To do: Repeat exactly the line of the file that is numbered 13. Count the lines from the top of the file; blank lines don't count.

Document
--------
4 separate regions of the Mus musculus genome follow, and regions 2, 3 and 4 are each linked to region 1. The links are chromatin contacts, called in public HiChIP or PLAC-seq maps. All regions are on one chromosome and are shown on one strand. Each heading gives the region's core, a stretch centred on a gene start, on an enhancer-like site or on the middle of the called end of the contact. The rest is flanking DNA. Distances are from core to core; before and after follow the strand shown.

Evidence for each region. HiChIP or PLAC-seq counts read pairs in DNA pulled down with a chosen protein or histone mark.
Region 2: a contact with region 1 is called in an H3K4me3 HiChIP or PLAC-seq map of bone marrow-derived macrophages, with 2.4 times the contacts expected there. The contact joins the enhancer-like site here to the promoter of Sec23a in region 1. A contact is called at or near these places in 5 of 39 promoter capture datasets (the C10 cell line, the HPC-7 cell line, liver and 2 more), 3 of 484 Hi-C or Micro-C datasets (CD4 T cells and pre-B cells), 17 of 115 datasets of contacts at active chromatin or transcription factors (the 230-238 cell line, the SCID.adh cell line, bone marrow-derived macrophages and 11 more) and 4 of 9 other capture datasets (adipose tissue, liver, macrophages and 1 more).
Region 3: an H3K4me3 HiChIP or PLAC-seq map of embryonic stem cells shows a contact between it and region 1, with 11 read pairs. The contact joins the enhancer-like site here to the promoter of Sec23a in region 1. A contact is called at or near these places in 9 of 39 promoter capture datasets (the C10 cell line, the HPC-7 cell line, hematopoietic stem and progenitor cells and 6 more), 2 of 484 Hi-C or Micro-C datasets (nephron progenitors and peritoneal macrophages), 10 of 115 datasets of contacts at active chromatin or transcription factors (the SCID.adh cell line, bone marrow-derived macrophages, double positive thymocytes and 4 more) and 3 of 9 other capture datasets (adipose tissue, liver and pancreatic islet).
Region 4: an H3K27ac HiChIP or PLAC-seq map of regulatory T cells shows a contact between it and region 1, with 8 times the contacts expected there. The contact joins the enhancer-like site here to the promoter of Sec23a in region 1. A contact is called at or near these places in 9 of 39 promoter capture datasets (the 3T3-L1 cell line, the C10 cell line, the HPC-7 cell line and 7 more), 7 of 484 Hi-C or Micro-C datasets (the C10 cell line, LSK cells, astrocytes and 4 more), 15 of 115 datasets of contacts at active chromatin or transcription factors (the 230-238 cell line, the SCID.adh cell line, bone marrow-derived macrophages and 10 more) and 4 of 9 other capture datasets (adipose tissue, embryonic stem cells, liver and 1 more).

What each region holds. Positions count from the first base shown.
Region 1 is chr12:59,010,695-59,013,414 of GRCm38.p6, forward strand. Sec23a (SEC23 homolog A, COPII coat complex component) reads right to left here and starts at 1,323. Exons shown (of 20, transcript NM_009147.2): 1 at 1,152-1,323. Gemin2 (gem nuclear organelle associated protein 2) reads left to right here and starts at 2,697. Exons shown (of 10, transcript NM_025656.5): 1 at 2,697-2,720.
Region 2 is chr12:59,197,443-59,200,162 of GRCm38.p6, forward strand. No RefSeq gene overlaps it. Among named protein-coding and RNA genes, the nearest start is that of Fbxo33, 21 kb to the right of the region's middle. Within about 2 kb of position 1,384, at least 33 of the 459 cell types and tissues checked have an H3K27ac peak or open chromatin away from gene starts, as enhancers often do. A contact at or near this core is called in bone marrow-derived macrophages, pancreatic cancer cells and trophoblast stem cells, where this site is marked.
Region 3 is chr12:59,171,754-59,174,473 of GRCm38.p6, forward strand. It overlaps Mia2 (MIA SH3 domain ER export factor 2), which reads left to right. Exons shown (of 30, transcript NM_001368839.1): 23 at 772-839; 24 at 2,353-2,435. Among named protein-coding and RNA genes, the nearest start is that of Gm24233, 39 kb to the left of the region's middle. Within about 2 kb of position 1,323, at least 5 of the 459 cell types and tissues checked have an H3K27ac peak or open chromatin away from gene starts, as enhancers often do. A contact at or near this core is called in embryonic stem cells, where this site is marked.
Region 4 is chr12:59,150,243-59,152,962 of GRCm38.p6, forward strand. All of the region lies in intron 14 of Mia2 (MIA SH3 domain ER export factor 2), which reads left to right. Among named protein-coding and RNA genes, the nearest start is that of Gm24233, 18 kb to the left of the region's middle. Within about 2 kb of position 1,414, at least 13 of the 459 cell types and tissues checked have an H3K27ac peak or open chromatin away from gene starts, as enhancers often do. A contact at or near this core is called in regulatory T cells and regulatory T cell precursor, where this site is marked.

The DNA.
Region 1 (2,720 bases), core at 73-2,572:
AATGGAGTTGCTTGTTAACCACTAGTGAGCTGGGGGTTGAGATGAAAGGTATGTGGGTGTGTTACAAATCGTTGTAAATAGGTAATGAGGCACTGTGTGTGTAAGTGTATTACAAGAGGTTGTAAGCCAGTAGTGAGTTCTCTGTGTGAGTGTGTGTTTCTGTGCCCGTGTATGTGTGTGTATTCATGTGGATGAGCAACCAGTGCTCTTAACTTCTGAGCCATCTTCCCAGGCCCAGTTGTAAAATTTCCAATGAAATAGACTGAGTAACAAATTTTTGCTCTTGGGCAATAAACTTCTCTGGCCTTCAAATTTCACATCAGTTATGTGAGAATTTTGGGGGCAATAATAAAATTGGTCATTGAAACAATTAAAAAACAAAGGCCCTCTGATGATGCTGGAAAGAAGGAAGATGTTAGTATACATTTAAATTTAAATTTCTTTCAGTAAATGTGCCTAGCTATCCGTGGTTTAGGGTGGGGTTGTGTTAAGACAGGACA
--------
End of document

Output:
AATGGAGTTGCTTGTTAACCACTAGTGAGCTGGGGGTTGAGATGAAAGGTATGTGGGTGTGTTACAAATCGTTGTAAATAGGTAATGAGGCACTGTGTGTGTAAGTGTATTACAAGAGGTTGTAAGCCAGTAGTGAGTTCTCTGTGTGAGTGTGTGTTTCTGTGCCCGTGTATGTGTGTGTATTCATGTGGATGAGCAACCAGTGCTCTTAACTTCTGAGCCATCTTCCCAGGCCCAGTTGTAAAATTTCCAATGAAATAGACTGAGTAACAAATTTTTGCTCTTGGGCAATAAACTTCTCTGGCCTTCAAATTTCACATCAGTTATGTGAGAATTTTGGGGGCAATAATAAAATTGGTCATTGAAACAATTAAAAAACAAAGGCCCTCTGATGATGCTGGAAAGAAGGAAGATGTTAGTATACATTTAAATTTAAATTTCTTTCAGTAAATGTGCCTAGCTATCCGTGGTTTAGGGTGGGGTTGTGTTAAGACAGGACA